A fire alarm notification appliance is an active fire protection component. A notification appliance may use audible, visible, or other stimuli to alert the occupants of a fire or other emergency condition requiring action.
Audible appliances have been in use longer than other methods. Today's appliances produce sound pressure levels between 45 and 120 decibels at ten feet.
The majority of audible notification appliances installed prior to 1996 produced a steady sound for evacuation. In general, no common standard at that time mandated any particular tone, or pattern for audible fire alarm evacuation signals. While less common than a steady sound, differing signalling methods were used for the same purpose. These are named with respect to their distinctive structure and include, March Time (usually 120 pulses per minute but sometimes at 90 pulses or 20 pulses per minute, depending on the panel), Hi-Lo (repeatedly changing tone), Slow-Whoop (slow rising sweep upwards in tone) among others. Today these methods are confined to applications intended to trigger a response other than evacuation alone.
In 1973, the Autocall fire alarm company manufactured the first voice-evacuation fire alarm system , and starting in the 1980s many other companies began producing voice-evacuation fire alarm systems, which have become popular for high-rises, schools, hospitals among other large facilities. Voice-evacuation alarms typically are not as loud as horns or bells, and usually sound an alarm tone (typically either Slow Whoop or a Code-3 tone) and a voice message warning that an emergency has been reported and to evacuate the building (often also mentioning not to use elevators). Voice-evacuation systems can also be used by personnel to give specific information and/or instructions over the alarm system. Usually they are either tied into the building's public address system or are outfitted with their own speakers (usually also equipped with strobe lights).
In 1996, the ANSI and the NFPA recommended a standard evacuation pattern to eliminate confusion. The pattern is uniform without regard to the sound used. This pattern for smoke alarms is named the Code-3 temporal pattern (often referred to as T3) and produces an interrupted four count (three half second pulses, followed by a one and one half second pause). CO (carbon monoxide) detectors are specified to use a similar pattern using four pulses of tone (often referred to as T4).
In the United States, the 1990 Americans with Disabilities Act (ADA) triggered changes in evacuation signaling methods to include the hearing impaired. Audible fire alarm, would now include strobe lights to alert the hearing impaired. The 1996 ADA also required that the strobe to be at least 15 candelas and have a flash rate of at least 60 flashes a minute. Strobes are often required to have translucent or clear lenses (in recent years, very few fire alarm companies manufacture translucent-lens strobes) More recent research suggests that strobe lights are not effective at waking sleeping adults with hearing loss and suggest that a different alarm tone is much more effective. Individuals in the hearing loss community are seeking changes to improved awakening methods.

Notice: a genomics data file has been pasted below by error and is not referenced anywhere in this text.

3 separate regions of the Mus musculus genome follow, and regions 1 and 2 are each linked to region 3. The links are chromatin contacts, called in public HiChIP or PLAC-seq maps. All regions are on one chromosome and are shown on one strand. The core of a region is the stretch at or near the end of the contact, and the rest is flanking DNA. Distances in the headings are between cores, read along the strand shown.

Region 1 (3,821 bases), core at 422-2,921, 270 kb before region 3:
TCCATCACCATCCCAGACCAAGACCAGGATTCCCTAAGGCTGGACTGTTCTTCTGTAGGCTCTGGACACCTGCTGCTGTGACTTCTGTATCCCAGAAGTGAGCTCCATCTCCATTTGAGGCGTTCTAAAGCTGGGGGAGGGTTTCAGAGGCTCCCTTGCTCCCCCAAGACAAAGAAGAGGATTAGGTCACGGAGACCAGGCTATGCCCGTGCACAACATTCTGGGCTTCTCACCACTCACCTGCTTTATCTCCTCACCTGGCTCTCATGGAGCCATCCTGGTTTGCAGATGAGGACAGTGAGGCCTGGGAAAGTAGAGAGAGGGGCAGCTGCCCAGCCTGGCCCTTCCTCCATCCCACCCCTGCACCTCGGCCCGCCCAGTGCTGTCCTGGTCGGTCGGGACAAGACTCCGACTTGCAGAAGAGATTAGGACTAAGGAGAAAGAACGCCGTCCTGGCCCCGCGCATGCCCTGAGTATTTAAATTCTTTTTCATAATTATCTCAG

Older fire alarm notification appliances may have included incandescent lights as part of the audible appliance. Today, these are considered inadequate for the purposes of the ADA. These have been replaced by high intensity white strobe lights flashing at a uniform rate of between 1 and 2 flashes per second. In some cases this requires electronic synchronization of appliances supplied from different sources. Bells are often mounted onto plates that include a strobe unit on them. These are called retrofits. Although they are often used for bells, they are sometimes used for horns as well, sometimes used to upgrade old fire alarm systems in an instance where replacing the old horn (and light plate) is unnecessary.
Alerting methods include:
While current technology is very effective at detecting smoke and fire conditions, there have been concerns about the effectiveness of the alerting function in awakening sleeping individuals in certain high risk groups of people.
Initial research into the effectiveness of the various alerting methods is sparse. Recently (2005-2007), research sponsored by the NFPA has focused on understanding the cause of a higher number of deaths seen in high risk groups such as the elderly, those with hearing loss, and those who are intoxicated.
Research findings suggest that a low frequency (520 Hz) square wave output is significantly more effective in the high risk individuals at awakening. It is expected that products using the new alerting technology will be available in the future.